- Drugs and Theater in Early Modern England
The no-nonsense title of Tanya Pollard's Drugs and Theater in Early Modern England led me at first glance to imagine a dry tome cataloguing and exploring the medicine chest of the Renaissance English stage. This book is no such thing: not only is it meticulously researched and a compelling read, but beneath its surface its argument stretches well beyond the limited promise of its title. Pollard delves deep into the period's antitheatrical debates, making sense of their angst by parsing theater's more-than-metaphorical link to poisons and narcotics, and the possibility of its affective, transformative power over its audiences.
Pollard lays the groundwork for her suggested synergy between drugs and theater with a brief reference to A Midsummer Night's Dream — to which she returns once more in her epilogue — and to Oberon's infamous, problematic love potion. The potion is the model of Pollard's pharmacopoeia: it affects the lovers both well and ill, is both poison and remedy, messes with their minds, and, insofar as we are all Puck's dreamers, messes with ours as well. Its layered ambivalence will inform Pollard's argument throughout, for it is the book's principal contention that early modern pharmacy, like early modern theater, operates on the threshold between remedy and harm. Theater, Pollard argues, is — and was understood by the early moderns as — a kind of drug for audiences and players alike: this is what makes it feared, pleasurable, and dangerous.
Pollard's focus on the effects of spectatorship through the lens of pharmacy gives her arguments an original angle on familiar material. She is careful to note that both sides of the antitheatrical debates coded "plays as drugs" (9), and that a deep uncertainty over the potentially poisonous yet potentially curative power of theater informs playwrights and their defenders as much as their detractors. Her first two chapters capture this ambivalence smartly. Jonson, she argues in discussing both Sejanus and Volpone, uses questionable drugs to frame his "indictments of theatrical dissimulation" (53), not to condemn theater but to imagine it as "a beneficial, though often bitter, medicine" (54). Reading Shakespeare in chapter 2, Pollard builds careful links between curatives, poisons, and meta-performances first in Romeo and Juliet and later in Antony and Cleopatra. She concludes that, while "dramatic spectacles . . . prove devastating, even fatal, to their onstage audiences" (79), they also provide potent imaginative consolations for audiences both onstage and off.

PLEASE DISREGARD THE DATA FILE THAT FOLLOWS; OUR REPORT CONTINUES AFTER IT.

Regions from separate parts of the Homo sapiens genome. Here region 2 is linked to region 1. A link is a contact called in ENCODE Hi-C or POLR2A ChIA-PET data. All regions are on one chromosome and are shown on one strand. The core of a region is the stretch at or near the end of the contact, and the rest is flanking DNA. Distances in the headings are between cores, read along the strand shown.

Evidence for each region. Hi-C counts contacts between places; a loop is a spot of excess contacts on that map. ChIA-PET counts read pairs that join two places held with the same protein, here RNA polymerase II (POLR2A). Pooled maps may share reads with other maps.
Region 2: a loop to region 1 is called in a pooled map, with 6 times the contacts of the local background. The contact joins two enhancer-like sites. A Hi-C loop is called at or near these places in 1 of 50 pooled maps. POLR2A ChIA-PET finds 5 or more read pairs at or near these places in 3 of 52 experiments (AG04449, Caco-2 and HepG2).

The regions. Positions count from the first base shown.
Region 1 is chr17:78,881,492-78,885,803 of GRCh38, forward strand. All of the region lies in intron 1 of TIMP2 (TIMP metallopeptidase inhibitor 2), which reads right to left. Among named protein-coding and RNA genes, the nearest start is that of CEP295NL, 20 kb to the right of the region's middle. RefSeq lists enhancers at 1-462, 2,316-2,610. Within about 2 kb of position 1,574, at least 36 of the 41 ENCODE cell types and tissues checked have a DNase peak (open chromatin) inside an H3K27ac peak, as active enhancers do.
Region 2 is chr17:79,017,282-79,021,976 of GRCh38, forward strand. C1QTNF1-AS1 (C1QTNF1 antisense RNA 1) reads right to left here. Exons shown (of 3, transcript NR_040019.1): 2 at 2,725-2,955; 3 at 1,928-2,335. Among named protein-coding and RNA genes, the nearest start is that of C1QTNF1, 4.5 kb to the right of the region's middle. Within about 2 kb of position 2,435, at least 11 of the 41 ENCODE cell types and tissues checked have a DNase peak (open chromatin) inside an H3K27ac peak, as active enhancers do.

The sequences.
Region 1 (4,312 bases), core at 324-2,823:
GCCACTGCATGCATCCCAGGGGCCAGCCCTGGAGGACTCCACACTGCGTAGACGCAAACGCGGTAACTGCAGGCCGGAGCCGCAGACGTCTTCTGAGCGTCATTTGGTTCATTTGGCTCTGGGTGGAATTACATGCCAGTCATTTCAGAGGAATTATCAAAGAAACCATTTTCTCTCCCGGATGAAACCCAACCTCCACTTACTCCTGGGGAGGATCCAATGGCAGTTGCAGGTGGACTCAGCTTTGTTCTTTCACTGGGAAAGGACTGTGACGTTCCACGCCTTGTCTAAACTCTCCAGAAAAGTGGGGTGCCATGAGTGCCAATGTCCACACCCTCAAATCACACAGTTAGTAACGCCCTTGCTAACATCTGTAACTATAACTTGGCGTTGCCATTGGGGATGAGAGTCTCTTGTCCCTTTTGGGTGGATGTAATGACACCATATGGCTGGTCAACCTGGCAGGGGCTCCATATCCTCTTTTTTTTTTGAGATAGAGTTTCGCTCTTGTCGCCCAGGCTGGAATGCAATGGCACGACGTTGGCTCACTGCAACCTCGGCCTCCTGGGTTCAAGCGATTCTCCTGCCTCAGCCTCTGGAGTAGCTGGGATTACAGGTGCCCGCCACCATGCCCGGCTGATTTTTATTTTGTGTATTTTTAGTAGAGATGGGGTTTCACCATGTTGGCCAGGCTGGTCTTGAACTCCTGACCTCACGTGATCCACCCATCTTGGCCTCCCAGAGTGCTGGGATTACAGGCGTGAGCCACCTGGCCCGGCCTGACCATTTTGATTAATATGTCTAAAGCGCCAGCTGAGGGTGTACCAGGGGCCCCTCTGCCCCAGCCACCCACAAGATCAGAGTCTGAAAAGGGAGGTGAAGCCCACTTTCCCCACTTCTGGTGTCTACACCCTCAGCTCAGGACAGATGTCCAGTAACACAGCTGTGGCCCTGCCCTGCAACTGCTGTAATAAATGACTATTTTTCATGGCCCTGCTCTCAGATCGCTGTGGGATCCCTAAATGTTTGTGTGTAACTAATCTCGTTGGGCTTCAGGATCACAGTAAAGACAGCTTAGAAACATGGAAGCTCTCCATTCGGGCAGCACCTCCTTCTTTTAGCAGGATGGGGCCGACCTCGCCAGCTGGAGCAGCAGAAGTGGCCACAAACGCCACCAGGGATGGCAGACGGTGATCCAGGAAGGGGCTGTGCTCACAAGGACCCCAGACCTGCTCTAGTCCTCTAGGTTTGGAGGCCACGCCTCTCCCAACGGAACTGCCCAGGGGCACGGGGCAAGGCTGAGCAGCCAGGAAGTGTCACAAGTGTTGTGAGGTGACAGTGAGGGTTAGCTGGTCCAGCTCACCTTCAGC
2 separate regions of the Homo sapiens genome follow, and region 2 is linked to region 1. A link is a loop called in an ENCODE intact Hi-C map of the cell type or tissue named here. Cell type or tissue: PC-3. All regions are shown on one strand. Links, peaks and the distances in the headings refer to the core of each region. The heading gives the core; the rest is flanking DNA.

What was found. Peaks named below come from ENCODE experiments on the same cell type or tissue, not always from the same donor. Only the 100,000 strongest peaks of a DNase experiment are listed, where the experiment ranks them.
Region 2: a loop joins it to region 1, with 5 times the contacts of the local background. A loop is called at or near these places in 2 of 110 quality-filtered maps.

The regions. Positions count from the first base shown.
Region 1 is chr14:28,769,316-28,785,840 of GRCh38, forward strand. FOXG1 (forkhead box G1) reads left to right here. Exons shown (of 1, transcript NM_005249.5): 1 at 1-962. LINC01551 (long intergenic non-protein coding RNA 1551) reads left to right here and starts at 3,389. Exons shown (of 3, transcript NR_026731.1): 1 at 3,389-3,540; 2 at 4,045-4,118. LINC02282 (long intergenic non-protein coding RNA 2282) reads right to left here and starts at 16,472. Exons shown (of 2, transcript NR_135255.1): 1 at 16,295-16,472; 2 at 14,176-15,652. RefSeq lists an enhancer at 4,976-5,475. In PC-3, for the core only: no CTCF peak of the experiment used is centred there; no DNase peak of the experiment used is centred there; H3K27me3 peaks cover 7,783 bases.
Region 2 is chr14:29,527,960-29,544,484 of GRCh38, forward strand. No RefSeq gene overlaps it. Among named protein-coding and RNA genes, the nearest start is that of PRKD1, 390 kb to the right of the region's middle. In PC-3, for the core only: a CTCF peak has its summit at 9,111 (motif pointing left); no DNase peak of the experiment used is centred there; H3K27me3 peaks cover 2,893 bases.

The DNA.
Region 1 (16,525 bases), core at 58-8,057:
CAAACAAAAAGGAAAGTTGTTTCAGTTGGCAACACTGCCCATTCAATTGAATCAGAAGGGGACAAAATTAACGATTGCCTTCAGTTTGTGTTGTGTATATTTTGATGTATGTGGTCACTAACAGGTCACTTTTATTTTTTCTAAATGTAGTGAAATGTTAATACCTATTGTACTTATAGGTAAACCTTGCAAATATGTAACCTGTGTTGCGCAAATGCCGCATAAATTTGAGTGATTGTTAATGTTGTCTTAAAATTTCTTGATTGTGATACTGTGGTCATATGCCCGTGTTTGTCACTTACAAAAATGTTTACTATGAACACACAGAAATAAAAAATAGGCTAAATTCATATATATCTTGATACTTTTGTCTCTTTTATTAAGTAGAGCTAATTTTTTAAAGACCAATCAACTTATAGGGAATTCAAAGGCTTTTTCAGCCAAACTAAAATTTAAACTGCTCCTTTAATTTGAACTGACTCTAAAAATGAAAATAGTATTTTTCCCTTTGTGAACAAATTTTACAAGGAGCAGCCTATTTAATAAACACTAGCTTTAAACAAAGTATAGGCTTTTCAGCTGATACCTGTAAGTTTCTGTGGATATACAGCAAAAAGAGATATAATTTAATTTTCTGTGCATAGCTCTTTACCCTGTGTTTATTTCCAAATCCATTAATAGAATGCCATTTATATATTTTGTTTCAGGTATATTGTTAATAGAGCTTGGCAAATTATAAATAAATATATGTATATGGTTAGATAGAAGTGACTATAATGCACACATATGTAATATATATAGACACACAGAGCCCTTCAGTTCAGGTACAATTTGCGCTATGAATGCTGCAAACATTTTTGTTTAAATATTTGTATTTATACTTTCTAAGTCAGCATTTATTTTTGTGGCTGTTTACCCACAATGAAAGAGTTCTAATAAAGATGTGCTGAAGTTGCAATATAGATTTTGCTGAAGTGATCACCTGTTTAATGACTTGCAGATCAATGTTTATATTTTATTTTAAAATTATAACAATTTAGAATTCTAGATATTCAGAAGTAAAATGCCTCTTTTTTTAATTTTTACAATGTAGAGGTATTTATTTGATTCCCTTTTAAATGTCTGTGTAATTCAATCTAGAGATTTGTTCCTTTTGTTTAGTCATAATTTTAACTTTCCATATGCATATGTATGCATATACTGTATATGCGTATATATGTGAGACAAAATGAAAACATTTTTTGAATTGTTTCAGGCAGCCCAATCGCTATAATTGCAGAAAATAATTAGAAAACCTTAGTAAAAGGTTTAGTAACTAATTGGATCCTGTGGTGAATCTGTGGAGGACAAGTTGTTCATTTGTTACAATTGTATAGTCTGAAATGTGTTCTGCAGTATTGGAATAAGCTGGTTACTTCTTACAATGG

Pollard's final three chapters shift away from these stimulating but fairly basic [End Page 285] close readings and into exciting new territory. Her earlier readings of figures such as Webster's Vittoria and Shakespeare's Juliet and Cleopatra hint at a connection between anxieties over gender and anxieties over pharmacy that becomes explicit in chapters 3 and 4, which handle debates about cosmetics and the related theatrical convention of the poisoned kiss, respectively. This is welcome work indeed, useful backstory for such dramatic commonplaces as the polluted and polluting woman, or for set-pieces railing about face-painting. Especially valuable here is Pollard's reading of The Revenger's Tragedy in the context of two other plays employing similar poison-kiss devices, The Second Maiden's Tragedy and The Duke of Milan. This cross-reading not only offers helpful context for Vindice's ploy with Gloriana's skull, but also allows Pollard to advance her argument about the narcotic power of spectacle through a gendered lens. In these plays, she argues, women are transformed literally into spectacle via the pharmacopoeia of the dressing table, and it is men as idolatrous spectators who suffer the consequences of an addiction to their dangerous theater.
Pollard concludes with Hamlet — not surprising, given her focus on poison, remedy, and performance. But this chapter, like her others, offers a new take on an old tale: she focuses on the materiality of the ear and the tangibly poisonous functioning of language in the play — both framed, as usual, by...